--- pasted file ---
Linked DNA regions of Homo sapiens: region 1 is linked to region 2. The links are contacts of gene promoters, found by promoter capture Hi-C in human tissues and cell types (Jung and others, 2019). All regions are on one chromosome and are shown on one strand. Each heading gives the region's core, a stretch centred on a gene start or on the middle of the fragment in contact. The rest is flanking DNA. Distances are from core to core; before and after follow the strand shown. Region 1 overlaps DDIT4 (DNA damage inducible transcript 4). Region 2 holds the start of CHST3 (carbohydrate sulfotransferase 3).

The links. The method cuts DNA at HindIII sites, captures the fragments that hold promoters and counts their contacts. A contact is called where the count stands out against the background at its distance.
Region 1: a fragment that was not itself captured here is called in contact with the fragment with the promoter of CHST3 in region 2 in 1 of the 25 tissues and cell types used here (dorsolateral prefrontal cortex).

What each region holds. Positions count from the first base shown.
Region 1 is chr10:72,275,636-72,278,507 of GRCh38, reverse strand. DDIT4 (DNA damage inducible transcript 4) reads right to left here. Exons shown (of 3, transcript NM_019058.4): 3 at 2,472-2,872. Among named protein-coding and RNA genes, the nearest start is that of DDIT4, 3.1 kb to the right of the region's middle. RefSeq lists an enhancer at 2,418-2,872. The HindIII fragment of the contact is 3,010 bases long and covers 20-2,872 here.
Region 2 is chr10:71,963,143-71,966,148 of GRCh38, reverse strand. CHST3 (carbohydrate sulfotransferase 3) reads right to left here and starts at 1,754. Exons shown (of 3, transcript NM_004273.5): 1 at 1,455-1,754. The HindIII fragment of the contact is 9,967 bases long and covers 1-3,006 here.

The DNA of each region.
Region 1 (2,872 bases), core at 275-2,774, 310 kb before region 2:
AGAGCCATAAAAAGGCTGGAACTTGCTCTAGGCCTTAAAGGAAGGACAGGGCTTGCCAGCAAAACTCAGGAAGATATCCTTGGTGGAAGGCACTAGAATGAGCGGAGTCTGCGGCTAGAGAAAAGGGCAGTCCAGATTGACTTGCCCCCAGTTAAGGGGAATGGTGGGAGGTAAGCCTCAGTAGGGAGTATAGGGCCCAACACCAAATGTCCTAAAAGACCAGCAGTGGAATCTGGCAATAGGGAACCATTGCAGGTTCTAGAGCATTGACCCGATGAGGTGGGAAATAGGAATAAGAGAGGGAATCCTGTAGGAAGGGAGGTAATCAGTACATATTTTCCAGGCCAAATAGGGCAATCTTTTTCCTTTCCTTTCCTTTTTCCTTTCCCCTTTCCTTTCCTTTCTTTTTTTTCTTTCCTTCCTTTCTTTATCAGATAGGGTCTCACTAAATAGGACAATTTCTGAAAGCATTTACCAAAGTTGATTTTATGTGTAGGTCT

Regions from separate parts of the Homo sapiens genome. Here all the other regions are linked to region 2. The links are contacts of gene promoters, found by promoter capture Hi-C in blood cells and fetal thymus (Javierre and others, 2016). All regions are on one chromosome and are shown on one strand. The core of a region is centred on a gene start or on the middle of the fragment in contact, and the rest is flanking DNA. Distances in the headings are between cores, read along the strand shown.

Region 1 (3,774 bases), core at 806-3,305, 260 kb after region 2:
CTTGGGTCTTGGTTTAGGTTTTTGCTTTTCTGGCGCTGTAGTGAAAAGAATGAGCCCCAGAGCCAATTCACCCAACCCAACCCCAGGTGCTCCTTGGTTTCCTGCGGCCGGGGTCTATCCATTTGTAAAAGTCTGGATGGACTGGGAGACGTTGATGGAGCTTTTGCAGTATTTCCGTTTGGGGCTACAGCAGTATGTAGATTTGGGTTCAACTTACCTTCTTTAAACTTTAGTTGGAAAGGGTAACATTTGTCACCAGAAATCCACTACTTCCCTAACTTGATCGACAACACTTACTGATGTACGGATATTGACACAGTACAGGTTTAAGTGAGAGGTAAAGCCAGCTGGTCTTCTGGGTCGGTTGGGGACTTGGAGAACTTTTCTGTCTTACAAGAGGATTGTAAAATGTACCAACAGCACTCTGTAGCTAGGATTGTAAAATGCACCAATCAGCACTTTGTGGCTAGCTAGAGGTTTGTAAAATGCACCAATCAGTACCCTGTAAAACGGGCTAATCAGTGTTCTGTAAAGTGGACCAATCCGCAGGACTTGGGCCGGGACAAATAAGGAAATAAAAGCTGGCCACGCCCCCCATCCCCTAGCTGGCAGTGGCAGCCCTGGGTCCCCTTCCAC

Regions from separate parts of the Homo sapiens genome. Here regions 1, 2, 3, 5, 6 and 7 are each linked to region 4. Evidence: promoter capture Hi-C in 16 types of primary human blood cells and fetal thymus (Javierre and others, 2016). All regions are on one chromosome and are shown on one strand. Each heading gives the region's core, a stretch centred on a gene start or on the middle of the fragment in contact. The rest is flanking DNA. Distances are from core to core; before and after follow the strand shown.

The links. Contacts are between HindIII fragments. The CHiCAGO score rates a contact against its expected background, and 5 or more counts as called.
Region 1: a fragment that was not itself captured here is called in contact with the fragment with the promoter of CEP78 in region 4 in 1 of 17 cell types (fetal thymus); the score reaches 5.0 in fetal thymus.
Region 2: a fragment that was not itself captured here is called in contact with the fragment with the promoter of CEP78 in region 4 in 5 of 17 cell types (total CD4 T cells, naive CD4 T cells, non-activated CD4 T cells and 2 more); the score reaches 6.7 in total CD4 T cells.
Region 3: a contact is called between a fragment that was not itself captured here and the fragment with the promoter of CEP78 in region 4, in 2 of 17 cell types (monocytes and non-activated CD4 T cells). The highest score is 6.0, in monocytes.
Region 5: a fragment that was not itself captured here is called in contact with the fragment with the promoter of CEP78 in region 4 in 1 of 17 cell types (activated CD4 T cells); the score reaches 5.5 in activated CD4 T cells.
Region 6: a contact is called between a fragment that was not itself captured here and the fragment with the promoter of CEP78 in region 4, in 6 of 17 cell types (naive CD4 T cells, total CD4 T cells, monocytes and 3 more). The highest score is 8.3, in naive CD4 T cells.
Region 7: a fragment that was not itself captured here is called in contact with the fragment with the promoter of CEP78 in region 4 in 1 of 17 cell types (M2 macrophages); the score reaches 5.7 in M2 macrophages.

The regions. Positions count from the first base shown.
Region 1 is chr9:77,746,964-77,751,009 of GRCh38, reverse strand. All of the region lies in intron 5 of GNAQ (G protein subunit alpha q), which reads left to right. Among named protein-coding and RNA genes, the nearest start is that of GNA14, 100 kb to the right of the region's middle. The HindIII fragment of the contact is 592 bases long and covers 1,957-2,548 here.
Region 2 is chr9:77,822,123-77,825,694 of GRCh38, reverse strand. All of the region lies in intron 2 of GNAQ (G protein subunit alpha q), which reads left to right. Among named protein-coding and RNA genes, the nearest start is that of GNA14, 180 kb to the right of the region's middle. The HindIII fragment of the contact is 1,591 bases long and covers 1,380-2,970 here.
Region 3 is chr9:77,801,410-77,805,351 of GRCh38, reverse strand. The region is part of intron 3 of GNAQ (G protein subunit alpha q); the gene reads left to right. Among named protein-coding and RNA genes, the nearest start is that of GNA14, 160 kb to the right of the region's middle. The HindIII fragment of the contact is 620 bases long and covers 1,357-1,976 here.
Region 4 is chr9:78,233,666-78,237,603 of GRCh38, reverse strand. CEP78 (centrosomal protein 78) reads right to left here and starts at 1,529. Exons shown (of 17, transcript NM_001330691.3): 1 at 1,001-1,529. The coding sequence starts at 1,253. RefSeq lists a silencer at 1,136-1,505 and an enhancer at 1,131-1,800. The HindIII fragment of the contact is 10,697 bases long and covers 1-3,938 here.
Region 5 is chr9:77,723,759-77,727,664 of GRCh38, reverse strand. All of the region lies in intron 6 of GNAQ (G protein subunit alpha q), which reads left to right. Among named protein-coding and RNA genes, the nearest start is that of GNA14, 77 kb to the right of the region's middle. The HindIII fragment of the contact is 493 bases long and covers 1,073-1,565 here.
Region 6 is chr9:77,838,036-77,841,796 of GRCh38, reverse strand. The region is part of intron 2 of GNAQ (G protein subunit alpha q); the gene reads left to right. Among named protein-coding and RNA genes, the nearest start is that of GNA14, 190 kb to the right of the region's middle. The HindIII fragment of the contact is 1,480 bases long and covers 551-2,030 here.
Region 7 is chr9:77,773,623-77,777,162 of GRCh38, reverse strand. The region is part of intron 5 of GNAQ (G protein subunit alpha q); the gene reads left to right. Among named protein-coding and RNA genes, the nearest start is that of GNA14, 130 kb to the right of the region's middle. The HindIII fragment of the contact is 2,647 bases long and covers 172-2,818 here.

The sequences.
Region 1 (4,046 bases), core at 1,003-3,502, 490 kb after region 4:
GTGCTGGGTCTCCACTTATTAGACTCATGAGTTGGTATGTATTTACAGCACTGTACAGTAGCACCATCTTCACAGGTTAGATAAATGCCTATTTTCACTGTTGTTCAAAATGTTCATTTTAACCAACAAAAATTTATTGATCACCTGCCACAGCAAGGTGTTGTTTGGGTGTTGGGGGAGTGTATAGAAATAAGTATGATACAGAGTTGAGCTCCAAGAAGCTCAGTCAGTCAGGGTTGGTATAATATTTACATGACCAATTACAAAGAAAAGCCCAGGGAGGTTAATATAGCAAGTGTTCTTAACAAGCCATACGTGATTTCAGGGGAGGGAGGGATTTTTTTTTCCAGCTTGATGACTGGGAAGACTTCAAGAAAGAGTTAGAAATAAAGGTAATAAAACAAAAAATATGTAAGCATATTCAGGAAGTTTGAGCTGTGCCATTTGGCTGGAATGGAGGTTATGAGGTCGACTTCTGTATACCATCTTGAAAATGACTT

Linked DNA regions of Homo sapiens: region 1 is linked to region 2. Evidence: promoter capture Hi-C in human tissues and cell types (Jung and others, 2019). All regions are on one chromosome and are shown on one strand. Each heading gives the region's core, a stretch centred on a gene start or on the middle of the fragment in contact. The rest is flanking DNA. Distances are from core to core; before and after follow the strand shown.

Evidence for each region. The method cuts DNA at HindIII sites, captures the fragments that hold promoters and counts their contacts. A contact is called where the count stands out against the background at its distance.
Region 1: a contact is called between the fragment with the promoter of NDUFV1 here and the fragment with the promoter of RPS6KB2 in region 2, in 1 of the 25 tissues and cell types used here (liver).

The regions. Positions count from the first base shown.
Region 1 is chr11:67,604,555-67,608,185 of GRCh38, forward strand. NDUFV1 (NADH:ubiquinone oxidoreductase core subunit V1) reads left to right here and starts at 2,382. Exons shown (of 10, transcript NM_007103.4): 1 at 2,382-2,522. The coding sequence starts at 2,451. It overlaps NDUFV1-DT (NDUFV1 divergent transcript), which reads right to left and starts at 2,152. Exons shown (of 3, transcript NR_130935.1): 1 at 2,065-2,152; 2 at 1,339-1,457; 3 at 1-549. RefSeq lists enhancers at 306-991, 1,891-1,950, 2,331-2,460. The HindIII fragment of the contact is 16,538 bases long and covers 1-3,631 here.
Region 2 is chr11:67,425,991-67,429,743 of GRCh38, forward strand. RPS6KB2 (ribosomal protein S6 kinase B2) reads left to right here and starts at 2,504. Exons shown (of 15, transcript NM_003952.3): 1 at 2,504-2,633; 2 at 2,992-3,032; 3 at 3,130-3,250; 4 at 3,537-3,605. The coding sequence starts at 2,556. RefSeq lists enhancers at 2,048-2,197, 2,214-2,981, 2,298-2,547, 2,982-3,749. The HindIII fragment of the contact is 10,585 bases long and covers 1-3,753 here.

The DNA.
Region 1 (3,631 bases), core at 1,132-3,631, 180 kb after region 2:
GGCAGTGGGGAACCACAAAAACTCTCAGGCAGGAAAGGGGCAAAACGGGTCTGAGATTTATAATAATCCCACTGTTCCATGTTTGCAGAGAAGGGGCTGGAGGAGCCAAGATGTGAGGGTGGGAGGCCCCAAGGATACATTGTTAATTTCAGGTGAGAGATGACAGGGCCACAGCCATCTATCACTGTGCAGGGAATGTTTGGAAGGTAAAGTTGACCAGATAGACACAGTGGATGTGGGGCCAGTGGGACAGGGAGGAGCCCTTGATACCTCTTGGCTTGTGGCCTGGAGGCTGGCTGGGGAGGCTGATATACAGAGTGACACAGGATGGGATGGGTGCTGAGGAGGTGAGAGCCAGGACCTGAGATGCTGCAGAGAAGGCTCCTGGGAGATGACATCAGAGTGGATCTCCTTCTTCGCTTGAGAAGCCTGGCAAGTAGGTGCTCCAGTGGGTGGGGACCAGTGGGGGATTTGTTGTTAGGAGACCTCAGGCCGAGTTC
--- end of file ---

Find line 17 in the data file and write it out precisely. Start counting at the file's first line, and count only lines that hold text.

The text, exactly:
Region 3: a contact is called between a fragment that was not itself captured here and the fragment with the promoter of CEP78 in region 4, in 2 of 17 cell types (monocytes and non-activated CD4 T cells). The highest score is 6.0, in monocytes.